As reads go, it’s not the snappiest, but the mud sticks. For her part, Livingston reminds us that she was an unknown, untrained documentarian, that everyone involved gave written consent for their roles in the film. Her defenders point out that, as a white woman, for her to twist the words of people of colour to something more ‘appropriate’ would have smacked of white saviour-ism. There’s a lot to recommend the film too; we barely hear the stories of trans women in their own words today, and there, in 1983, is Venus Xtravaganza asserting her identity with almost tangible dignity. Or is she? As her story progresses through the film- no spoilers here- a few questions begin to crop up. Are we talking about her life or looking at her? Humanising or deifying?
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You’ll make up your own mind, but for my part I think that whole conversation misses the point. The people we encounter in Paris Is Burning are shown as complicated, and the human experience involves some cognitive dissonance. Octavia St Laurent can wish desperately to be one of the white women she sees on the covers of magazines and also be the unashamedly black, perfectly poised performer she is. Paradoxical ways of being are only what we’d expect from a group of people embroiled in the business of making beauty out of the scrap around them. And there is a sense, real or not, that the people in Paris Is Burning are ultimately calling the shots on how they want to be seen through the film. They’re not stupid; in fact they have a hard won knowledge of exactly what it means to be looked at.

For me, watching this film is a series of unrolling revelations. It feels a little like coming to a home I didn’t know I needed. The bald faced resilience of the ball participants is a balm to anyone who’s ever felt like an outsider and that reaction can’t be dismissed. When the participants start talking about the idea of the ‘Houses’ as a family I am surprised, always, to find the beginnings of a lump in my throat. I’m not alone either. Before writing this feature I confined a few of my queer friends to a room, gave them a ration of popcorn and forced them to watch. And something happened to them. They twisted in their seats, leaned forwards or reeled back. Things happen to you in the watching of this film, things shift. They happen in the realm of the body and meaning- what the theorists call the semiotic realm. We know it as the place from which our realest feelings spring; the gut punch of humiliation, the heartburst of love. This is a film which changed me.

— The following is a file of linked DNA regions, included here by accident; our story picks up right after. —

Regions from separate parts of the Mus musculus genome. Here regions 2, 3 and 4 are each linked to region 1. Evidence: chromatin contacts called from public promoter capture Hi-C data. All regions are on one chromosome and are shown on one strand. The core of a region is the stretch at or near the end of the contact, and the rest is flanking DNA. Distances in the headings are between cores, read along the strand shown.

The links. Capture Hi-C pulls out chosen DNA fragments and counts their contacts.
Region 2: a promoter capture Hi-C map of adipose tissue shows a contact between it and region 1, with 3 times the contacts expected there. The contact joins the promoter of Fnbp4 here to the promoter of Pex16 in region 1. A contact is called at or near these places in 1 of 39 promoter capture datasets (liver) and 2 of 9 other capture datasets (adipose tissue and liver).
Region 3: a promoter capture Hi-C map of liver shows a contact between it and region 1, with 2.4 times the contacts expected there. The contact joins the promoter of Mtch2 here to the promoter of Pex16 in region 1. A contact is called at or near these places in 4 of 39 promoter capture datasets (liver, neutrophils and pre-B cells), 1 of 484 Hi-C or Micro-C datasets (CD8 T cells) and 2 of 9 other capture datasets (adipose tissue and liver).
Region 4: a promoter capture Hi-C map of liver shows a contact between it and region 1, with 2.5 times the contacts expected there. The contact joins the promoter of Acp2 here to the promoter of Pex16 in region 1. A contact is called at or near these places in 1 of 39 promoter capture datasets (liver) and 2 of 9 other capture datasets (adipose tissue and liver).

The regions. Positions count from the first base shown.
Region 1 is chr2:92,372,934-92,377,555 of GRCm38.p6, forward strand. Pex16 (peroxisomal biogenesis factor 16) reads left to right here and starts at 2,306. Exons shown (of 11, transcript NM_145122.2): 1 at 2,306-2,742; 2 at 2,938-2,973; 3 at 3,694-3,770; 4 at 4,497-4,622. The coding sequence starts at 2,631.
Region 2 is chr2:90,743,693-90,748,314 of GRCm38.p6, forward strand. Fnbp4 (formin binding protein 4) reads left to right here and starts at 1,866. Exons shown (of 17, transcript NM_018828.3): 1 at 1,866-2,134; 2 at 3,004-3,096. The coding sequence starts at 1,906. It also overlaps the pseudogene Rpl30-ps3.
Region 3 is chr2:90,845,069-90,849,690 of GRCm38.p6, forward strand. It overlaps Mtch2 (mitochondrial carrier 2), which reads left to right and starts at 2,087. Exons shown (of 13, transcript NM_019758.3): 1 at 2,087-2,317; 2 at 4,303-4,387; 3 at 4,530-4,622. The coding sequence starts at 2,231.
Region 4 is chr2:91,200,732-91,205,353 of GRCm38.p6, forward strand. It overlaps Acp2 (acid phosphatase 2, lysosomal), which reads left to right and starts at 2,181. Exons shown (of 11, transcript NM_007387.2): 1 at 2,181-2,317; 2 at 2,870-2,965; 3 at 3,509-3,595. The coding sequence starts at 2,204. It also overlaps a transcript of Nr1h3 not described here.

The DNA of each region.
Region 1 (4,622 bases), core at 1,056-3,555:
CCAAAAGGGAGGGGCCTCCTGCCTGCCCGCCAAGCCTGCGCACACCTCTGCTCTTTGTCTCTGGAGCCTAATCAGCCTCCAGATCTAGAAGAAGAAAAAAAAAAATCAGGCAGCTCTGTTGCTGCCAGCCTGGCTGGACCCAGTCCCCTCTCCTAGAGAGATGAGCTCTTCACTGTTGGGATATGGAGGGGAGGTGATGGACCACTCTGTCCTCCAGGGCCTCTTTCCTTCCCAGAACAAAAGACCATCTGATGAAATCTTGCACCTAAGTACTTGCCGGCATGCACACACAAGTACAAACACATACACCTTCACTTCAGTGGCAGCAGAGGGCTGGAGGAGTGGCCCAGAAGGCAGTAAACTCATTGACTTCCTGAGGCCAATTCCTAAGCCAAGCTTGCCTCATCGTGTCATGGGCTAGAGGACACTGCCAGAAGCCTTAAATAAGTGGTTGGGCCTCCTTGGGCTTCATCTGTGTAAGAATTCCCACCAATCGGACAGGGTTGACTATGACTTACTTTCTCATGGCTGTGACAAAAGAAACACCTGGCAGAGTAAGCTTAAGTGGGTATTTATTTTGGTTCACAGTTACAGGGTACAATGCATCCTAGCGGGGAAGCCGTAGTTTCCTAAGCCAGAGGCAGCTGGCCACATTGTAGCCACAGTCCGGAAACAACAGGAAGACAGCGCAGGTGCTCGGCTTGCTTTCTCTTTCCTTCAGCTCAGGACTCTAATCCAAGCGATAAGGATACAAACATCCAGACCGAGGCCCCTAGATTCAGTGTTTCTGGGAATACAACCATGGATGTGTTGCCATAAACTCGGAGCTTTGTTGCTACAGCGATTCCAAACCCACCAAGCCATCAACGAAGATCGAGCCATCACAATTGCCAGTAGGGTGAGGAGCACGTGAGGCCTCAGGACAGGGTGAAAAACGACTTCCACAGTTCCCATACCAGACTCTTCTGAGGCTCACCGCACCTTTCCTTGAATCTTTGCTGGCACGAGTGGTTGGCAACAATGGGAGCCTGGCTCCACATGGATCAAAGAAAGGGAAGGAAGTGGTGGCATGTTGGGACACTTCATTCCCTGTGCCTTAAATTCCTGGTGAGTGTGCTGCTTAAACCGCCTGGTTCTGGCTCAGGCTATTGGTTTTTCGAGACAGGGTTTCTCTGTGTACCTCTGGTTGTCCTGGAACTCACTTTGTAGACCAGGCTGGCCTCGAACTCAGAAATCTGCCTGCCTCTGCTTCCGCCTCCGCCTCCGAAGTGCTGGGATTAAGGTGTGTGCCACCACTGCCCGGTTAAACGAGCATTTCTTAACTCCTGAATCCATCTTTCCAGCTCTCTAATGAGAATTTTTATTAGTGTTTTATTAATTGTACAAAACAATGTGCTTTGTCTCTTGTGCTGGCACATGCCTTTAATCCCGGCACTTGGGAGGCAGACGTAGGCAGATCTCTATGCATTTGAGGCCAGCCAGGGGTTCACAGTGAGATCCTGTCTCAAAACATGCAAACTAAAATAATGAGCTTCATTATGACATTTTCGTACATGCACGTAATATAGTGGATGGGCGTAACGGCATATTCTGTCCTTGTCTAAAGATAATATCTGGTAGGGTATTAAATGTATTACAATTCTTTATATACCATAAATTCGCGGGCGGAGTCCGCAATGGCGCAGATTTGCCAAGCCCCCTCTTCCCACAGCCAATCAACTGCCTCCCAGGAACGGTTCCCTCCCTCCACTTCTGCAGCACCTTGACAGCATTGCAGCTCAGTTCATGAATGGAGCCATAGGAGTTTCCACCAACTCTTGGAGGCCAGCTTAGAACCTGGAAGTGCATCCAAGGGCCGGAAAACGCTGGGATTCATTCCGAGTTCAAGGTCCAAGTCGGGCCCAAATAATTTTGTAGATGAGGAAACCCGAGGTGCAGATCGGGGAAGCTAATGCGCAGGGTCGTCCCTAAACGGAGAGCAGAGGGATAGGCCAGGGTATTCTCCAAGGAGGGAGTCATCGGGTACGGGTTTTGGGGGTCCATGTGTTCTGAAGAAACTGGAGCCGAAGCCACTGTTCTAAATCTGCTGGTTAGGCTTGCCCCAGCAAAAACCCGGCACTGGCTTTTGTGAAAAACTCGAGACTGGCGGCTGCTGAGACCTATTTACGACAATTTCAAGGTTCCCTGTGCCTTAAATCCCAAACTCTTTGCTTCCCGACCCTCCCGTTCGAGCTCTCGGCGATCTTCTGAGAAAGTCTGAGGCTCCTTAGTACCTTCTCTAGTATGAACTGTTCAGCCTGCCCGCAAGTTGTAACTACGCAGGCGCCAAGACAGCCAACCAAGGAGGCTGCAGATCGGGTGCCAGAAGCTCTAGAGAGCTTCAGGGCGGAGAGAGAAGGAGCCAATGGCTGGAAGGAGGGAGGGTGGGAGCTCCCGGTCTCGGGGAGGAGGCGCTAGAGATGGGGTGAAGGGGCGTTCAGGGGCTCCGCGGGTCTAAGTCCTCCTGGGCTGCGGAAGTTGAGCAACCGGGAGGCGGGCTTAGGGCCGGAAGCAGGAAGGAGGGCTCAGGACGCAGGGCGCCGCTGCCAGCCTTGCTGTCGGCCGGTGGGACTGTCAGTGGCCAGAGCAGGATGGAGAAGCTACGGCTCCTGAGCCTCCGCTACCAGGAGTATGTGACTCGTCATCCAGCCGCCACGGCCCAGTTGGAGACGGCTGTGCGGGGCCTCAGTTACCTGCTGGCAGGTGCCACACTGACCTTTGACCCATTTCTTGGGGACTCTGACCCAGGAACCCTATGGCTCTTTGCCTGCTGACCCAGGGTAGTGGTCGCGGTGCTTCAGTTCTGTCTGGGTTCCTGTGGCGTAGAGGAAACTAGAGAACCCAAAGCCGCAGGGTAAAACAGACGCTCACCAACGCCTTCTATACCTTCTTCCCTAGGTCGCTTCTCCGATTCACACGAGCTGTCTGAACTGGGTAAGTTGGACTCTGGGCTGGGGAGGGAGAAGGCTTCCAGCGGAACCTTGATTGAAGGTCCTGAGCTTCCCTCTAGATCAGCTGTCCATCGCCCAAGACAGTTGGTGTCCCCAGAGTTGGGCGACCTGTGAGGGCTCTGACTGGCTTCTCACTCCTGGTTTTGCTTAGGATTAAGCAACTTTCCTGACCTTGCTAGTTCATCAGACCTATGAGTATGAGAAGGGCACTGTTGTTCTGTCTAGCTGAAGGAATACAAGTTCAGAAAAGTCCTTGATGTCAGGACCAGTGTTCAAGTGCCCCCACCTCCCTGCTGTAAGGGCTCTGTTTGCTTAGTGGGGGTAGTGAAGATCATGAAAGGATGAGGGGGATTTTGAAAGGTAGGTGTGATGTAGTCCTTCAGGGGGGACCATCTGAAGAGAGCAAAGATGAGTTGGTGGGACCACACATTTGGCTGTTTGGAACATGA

But perhaps that’s because of who I am, because of where I come from. Perhaps it will be different for you.

Indeed those of us who harbour a sincere identification and love for Paris Is Burning belie the vehement dismissal of the film by many of the surviving participants. Many of them feel cheated by the film, exposed, pried upon. Many but not all, not all of the time either.

Which of these views trumps in the legitimacy stakes is hard to say. This is a tricky film full of tricky people made by a tricky filmmaker, and the most tantalising thing about it is that, maybe there’s something going on you don’t get.

I’ve probably watched Paris is Burning about eight times now- three of them to write this feature. And there is something hiding there. Something in the juxtaposition of image and voiceover, in the slightly knowing loop of the camera as it takes in the participants.

Some people would call it irony. There’s the suspicion that the way Livingstone frames the queens would have fallen differently into the sitting rooms of middle America in the late eighties than it did through my computer screen. That there is something voyeuristic going on; someone peeking in on your communion and laughing up their sleeve. What? And who?

Maybe the answer is that what the people who made this film- both in the action and the editing suite- have managed to create a kind of cultural looking glass. It shows you as much about yourself as anyone else.

Which, I suppose, begs the obvious question: are you brave enough to look?

Tanaka Mhishi